Only the other day we were re-living Ueli Steck’s Eiger speed climbing record – 2 hrs 48mins, set in 2008. Suddenly news pops up that Mammut sponsored pro climber Dani Arnold, only 27, has smashed 20 minutes off that time, racing up the North Face in 2 hr 28 minutes!
I wonder what Heckmair, Vorg, Harrer and Kasperack, the 4 who first succesfully climbed it in 1938 would make of the new speed records? And the hundreds who perished trying to make it up the North Face before that (and since)? Do these speed records take something away from past heroes, or simply build on their glory?
Known for its dangerous rockfalls and exposed ice fields, it has a long and romantic climbing history, with some of climbings most dramatic stories being enacted on the face. Perhaps most famous, thanks to Joe Simpson’s book and documentary ‘The Beckoning Silence’ and the 2008 film ‘North Face’, is the tragic story from 1936 of Hinterstoisser (the traverse now named after him), Kurz, Angerer and Rainer. Trapped on the face for days by bad weather and unable to recross the Hinterstoisser traverse, the group were eventually swept away by an avalanche. A heavily frostbitten Kurz, the only survivor, died within touching distance of the rescue team, when he become unable to pass the rescue rope through his karibiner and lower himself to them.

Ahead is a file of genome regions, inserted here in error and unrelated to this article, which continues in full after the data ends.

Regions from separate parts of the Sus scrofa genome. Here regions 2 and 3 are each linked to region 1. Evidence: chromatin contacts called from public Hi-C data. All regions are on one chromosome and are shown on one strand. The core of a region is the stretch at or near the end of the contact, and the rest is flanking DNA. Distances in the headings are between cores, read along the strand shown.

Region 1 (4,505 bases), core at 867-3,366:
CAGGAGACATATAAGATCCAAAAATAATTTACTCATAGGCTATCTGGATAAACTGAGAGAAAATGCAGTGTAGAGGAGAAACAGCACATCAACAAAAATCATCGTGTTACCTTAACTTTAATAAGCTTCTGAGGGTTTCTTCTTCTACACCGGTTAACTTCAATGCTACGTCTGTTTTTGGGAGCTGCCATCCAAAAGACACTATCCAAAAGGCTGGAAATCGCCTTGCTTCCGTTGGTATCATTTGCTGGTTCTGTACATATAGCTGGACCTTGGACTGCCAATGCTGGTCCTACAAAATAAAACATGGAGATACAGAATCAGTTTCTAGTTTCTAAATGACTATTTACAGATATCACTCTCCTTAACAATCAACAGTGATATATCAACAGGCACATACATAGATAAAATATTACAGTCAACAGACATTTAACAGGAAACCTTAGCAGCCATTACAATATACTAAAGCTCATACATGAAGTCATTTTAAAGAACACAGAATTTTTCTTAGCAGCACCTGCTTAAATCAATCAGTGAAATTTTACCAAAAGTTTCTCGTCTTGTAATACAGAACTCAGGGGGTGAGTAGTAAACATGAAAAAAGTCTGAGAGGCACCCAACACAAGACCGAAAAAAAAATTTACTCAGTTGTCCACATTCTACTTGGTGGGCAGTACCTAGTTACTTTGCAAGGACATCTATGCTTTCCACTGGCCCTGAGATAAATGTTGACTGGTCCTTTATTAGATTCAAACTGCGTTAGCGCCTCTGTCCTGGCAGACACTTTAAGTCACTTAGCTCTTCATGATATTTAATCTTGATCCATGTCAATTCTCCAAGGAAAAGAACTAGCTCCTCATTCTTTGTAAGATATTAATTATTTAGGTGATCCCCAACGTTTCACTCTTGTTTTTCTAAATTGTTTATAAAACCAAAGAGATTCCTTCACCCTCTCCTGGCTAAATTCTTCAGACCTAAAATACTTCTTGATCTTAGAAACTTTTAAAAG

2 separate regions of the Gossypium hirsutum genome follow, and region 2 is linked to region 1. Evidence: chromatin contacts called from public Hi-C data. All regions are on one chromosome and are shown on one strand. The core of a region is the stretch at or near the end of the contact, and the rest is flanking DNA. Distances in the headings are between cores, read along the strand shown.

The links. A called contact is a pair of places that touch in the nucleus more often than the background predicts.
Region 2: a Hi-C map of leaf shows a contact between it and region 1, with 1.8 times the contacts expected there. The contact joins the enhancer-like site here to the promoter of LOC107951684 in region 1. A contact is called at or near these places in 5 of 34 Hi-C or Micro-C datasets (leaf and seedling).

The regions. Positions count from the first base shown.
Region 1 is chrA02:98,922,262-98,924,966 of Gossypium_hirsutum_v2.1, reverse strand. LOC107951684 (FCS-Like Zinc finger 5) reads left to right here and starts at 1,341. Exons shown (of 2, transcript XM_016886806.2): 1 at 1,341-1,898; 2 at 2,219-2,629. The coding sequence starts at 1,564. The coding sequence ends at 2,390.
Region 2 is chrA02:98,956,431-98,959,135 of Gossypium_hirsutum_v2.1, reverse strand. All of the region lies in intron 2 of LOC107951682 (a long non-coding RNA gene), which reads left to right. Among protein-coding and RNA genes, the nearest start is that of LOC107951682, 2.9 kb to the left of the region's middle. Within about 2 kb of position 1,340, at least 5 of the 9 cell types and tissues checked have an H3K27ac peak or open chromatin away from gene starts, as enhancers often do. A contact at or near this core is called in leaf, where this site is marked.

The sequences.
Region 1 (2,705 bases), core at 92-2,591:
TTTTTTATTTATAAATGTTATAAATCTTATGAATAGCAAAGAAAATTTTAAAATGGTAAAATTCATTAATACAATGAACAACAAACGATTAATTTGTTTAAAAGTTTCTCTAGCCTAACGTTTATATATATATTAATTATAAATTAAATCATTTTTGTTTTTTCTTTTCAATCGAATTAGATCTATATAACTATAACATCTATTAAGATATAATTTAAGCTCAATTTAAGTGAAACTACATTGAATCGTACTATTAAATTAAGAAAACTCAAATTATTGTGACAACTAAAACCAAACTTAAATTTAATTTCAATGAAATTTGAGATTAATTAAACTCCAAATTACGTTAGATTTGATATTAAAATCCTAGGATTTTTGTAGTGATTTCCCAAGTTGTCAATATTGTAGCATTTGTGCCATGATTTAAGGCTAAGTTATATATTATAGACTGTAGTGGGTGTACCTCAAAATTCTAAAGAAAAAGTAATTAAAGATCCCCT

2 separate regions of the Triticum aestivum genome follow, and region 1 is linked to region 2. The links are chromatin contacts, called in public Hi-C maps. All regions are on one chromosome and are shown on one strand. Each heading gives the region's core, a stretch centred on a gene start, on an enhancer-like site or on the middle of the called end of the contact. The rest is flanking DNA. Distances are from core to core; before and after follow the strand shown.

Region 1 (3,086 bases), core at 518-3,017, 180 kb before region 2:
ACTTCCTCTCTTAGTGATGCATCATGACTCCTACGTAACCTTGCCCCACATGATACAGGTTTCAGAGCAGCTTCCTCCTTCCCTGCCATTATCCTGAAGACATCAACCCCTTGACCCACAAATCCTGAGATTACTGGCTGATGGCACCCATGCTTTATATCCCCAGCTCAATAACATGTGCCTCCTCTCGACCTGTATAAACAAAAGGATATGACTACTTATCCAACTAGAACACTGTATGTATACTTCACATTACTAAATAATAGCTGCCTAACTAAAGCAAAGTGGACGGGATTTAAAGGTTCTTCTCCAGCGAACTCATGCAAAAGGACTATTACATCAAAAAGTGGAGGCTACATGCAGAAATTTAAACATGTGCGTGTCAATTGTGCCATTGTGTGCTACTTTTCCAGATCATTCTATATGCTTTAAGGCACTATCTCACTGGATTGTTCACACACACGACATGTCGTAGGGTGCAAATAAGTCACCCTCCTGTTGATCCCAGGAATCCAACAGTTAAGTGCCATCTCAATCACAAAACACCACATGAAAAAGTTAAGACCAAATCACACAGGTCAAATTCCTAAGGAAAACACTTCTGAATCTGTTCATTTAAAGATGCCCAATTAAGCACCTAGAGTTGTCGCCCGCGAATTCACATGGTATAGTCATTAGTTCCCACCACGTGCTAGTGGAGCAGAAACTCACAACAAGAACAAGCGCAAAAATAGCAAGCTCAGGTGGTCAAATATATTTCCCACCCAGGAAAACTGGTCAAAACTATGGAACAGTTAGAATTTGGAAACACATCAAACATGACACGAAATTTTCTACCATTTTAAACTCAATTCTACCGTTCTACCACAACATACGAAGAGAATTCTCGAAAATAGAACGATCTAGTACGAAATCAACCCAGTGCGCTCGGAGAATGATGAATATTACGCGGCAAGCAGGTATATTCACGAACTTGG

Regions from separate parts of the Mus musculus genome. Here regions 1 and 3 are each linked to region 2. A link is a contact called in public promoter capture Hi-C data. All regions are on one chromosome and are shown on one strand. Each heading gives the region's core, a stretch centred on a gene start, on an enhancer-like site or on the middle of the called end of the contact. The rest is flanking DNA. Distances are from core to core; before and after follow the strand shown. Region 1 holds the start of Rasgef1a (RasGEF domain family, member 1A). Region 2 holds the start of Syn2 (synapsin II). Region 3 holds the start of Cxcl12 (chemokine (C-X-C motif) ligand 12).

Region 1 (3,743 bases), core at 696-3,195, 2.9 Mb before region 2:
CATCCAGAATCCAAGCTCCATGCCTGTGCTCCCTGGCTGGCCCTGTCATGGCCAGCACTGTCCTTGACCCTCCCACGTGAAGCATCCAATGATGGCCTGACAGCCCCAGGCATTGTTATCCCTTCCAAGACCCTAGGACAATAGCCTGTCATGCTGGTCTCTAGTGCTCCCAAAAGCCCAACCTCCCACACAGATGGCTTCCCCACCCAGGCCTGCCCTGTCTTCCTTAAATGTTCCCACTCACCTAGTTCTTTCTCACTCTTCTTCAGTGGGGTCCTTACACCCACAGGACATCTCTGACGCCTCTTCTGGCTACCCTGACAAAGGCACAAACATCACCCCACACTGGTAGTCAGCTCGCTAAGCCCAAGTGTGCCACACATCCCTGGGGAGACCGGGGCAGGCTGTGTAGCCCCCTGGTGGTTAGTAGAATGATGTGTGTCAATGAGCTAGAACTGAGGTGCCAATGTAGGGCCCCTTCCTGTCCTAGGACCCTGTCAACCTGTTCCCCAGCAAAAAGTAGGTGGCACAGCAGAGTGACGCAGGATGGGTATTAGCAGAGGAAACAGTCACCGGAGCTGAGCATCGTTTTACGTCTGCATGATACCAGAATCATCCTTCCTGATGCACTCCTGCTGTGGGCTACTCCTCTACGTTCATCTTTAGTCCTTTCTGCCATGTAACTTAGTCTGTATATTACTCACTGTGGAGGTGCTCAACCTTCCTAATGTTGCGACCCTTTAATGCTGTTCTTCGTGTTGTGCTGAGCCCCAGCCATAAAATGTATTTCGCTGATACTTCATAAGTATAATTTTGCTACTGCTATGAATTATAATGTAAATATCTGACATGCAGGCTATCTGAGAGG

With many more stories like this, you can’t help but feel some of the legendary sense of foreboding that accompanies the words ‘North Face of the Eiger’ has been lost as mountaineering skills and equipment progress to a point where people start to literally run up it.
That said, wow. You can’t help but be in awe of this speed climbing feat from Dani Arnold, one of the climbing communities new stars.
More info about the route he took can be found on the Mammut website here
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